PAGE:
On a recent visit to Manchester I visited the northern branch of the Imperial War Museums (IWM) in Trafford. I liked the museum, and enjoyed making comparisons with the IWM site in south London. The IWM North was opened in 2002 as the IWM’s first (and only) branch in the north of England. It receives around 300,000 visitors a year. In comparison, the IWM London is visited almost one million times annually. The museum’s focus is people, and how they have been affected by conflict.
The Imperial War Museums North was designed to mimic the effects of war. The building is meant to represent a shattered globe (Photo: Hannah Awcock).
The IWM North is a striking, modern building, purpose-built and designed by Polish architect Daniel Libeskind, who also designed the Ground Zero site in New York. It is very different from the IWM London, which is housed in the former building of the Bethlem Royal Hospital in Southwark, built in 1815. The London building is flooded with natural light from the roof of the atrium, which stretches the entire height of the building. In contrast, the IWM North building was designed to be disorientating, in order to give the visitor a taste of the effects of war. There are no windows in the entrance hall or main exhibition space. It works; I didn’t like the interior of the building when I first walked in, it felt oppressive and disjointed. However, I thought the main exhibition space on the first floor was well-suited to its purpose, even more so when I discovered it was meant to be disorientating.
The permanent exhibitions are all housed in one space. They are arranged chronologically, from 1914 to the present. Dotted around the space are six ‘silos’, enclosed spaces that focus on specific themes such as ‘Women in War’, and ‘Impressions of War’. Every hour the entire space is taken over by ‘Big Picture’ shows, audiovisual presentations that fill the space with pictures and sounds from the IWM’s archival collections. The shows are immersive, and you have little choice to stop whatever you were doing and watch it. I quite like the idea that everyone in the space is watching, listening to, and thinking about, the same things.
A Big Picture audiovisual show in the museum’s main exhibition space (Photo: Hannah Awcock).
The museum’s use of artefacts feels minimal, with lots of text and open space. This is in sharp contrast to the Museum of Science and Industry (MOSI) that I had visited the day before. MOSI is housed across five buildings close to central Manchester, several of which are chock full of planes, cars, motorbikes, trains and engines of various kinds. In contrast, IWM North felt almost sparse. I prefer this minimal approach; too many objects can make it difficult to take anything in.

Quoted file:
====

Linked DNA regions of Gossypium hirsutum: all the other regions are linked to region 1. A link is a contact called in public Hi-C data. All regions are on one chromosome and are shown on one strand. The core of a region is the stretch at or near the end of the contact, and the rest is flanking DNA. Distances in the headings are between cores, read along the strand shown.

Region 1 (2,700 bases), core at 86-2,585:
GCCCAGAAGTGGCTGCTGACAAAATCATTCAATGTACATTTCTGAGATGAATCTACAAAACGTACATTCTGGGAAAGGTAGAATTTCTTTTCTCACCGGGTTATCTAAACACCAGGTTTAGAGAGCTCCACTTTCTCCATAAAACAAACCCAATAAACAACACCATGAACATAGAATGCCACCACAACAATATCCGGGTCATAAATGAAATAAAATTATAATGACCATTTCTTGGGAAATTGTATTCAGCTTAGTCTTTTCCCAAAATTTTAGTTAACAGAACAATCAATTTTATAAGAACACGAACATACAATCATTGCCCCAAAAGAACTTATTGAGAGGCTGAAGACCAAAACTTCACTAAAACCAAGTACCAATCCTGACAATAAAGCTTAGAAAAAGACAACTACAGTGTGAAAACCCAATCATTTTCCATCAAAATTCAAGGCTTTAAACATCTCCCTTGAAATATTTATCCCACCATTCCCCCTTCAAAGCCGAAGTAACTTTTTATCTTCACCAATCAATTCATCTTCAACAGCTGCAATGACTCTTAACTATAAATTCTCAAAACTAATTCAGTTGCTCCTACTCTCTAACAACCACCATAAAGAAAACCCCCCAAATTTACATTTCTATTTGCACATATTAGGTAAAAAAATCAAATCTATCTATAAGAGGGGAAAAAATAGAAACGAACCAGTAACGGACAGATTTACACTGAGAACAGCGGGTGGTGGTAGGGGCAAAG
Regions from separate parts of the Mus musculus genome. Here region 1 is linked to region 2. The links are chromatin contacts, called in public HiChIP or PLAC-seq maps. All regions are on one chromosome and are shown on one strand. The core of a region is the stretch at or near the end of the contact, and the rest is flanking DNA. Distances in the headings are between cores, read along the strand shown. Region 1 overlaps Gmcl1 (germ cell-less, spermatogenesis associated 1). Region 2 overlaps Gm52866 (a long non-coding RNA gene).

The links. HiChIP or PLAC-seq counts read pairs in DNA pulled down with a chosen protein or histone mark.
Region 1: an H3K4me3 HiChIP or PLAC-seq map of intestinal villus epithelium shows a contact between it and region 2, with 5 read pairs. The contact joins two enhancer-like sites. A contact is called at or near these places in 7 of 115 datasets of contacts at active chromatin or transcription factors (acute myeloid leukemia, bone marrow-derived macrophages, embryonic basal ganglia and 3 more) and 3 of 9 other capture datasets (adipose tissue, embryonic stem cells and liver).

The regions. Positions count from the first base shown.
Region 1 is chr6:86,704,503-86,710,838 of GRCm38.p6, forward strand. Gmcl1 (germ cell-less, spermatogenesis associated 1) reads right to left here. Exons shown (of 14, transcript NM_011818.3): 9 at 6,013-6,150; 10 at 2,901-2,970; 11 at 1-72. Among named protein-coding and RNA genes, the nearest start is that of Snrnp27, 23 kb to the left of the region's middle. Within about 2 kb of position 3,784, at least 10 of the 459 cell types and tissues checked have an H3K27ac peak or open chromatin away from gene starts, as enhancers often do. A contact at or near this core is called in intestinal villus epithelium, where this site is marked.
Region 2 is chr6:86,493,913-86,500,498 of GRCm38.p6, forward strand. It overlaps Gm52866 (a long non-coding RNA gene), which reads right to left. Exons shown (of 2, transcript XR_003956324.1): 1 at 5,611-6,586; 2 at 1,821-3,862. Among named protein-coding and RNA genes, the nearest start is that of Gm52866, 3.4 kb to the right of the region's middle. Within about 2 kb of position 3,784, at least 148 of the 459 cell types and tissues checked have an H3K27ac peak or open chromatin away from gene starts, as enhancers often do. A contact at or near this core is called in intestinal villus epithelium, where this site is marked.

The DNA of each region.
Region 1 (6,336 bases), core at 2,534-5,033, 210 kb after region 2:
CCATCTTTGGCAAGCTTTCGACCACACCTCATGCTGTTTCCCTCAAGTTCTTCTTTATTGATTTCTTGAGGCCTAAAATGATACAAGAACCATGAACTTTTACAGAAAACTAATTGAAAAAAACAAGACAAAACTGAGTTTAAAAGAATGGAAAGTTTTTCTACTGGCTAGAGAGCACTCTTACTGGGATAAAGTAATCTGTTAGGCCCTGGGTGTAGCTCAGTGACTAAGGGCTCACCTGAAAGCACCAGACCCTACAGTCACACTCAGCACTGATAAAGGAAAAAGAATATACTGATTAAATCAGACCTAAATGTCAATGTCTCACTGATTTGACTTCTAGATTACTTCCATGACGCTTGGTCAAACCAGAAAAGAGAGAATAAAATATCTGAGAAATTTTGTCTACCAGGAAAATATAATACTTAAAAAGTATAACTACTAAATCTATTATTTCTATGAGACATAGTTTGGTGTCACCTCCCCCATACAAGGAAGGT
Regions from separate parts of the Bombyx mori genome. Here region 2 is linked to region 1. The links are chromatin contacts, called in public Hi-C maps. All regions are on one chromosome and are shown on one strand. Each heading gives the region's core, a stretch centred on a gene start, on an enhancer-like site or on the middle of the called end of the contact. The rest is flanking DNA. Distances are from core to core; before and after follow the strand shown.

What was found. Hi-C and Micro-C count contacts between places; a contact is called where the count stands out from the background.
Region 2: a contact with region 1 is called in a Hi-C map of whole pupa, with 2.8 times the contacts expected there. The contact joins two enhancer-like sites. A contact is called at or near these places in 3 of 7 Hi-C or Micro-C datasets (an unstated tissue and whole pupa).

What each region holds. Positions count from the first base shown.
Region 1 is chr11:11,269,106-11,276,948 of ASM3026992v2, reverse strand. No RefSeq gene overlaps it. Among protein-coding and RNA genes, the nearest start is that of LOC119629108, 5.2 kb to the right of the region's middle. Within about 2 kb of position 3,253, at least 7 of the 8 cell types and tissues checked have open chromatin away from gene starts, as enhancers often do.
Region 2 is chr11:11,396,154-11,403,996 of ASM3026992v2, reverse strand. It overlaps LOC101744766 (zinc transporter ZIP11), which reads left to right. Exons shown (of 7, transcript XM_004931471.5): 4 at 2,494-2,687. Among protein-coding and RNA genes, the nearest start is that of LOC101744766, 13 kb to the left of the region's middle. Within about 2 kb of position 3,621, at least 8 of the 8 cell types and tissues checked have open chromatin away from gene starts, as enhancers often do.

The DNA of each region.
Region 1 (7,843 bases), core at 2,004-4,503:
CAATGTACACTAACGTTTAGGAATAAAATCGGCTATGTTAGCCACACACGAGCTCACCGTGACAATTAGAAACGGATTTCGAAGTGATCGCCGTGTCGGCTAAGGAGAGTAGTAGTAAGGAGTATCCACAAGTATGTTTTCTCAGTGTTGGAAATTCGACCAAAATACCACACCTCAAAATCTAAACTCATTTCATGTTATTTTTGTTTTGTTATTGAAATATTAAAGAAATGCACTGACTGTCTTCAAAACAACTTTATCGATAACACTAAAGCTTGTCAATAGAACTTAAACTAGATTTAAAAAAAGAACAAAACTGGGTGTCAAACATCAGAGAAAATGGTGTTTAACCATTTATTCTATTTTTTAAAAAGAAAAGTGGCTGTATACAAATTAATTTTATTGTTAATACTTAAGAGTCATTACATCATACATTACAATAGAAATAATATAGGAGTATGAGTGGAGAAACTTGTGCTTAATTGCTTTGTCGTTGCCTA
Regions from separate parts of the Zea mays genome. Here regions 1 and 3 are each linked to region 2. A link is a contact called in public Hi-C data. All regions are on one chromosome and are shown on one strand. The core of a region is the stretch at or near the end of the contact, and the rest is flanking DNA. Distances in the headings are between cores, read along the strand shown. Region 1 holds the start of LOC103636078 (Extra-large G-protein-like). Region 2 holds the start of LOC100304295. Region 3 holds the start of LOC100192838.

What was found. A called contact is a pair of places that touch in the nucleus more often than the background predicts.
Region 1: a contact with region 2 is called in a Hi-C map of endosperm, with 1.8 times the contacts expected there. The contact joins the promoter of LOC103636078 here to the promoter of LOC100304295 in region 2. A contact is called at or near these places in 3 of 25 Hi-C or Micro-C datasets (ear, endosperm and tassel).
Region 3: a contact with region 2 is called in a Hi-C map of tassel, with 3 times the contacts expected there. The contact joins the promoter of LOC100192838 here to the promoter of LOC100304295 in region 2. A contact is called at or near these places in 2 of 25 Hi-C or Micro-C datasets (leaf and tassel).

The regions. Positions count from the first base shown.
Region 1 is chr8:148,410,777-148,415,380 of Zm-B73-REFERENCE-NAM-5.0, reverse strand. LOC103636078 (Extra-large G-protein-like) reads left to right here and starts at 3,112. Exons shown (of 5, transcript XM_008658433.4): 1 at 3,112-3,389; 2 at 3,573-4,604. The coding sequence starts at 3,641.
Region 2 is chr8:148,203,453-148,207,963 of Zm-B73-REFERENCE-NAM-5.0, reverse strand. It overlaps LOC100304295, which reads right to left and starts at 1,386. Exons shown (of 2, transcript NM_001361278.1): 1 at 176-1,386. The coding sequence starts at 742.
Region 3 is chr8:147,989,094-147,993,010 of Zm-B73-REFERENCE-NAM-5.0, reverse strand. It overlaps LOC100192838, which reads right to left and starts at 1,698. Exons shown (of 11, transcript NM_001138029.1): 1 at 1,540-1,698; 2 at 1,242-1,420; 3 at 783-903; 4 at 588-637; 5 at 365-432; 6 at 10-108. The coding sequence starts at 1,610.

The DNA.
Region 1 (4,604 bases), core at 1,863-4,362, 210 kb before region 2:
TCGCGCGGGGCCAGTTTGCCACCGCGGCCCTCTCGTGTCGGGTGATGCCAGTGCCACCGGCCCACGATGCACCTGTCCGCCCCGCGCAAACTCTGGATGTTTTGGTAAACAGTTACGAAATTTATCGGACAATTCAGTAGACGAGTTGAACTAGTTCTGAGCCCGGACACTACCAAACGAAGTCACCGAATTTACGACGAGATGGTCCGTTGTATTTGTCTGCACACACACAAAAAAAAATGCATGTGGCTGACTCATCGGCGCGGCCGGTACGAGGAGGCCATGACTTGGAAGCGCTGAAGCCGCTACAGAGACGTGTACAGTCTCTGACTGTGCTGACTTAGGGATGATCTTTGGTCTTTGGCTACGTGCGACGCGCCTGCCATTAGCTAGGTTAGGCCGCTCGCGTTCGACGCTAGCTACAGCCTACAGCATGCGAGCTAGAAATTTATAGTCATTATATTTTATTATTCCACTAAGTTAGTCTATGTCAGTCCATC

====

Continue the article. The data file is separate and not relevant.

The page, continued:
The curatorial decisions in any museum can be controversial, but the representation of conflict and war must be particularly difficult. In some ways I think the IWM North makes better decisions than the IWM London, for example it is more inclusive of conflicts in which the British armed forces were not involved. In other respects, the IWM North makes some decisions that I think could have been improved upon. Like the IWM London, there is very little information on conscientious objectors and peace movements. Most of what there is is located in the ‘Women in War’ silo, implying it is only women who object to war and conflict. Also, the museum has some steel from the World Trade Centre on display. Whilst I do not necessarily think that it shouldn’t be there, I do think there should be some explicit discussion of the relationship between terrorism and war. The ‘War on Terror’ is a very different kind of conflict from the World Wars, the Falklands War, or the Gulf Wars, but the IWM North’s display does not acknowledge this.
Part of the World Trade Centre on display in the main gallery space (Photo: Hannah Awcock).
Over three days in Manchester I visited three museums. The People’s History Museum, the Museum of Science and Industry and the IWM North are all brilliant, and well worth a visit. The IWM North is certainly the most innovative in terms of architecture and display, and although my favourite has to be the People’s History Museum (I am fully prepared to admit bias here), the IWM North has to be one of the most intriguing museums I have ever been to.
Sources and further reading
Museum of Science and Industry. “About Us.” No date, accessed 1 January 2017. Available at http://msimanchester.org.uk/about
Tully, Lucy. “8 Things You Didn’t Know About the IWM North Building.” Imperial War Museum. No date, accessed 1 January 2017. Available at http://www.iwm.org.uk/history/8-things-you-didnt-know-about-the-iwm-north-building
Wikipedia. “Imperial War Museum.” Last updated 11 December 2016, accessed 1 January 2017. Available at https://en.wikipedia.org/wiki/Imperial_War_Museum
Wikipedia. “Imperial War Museum North. Last update 11 December 2016, accessed 1 January 2017. Available at https://en.wikipedia.org/wiki/Imperial_War_Museum_North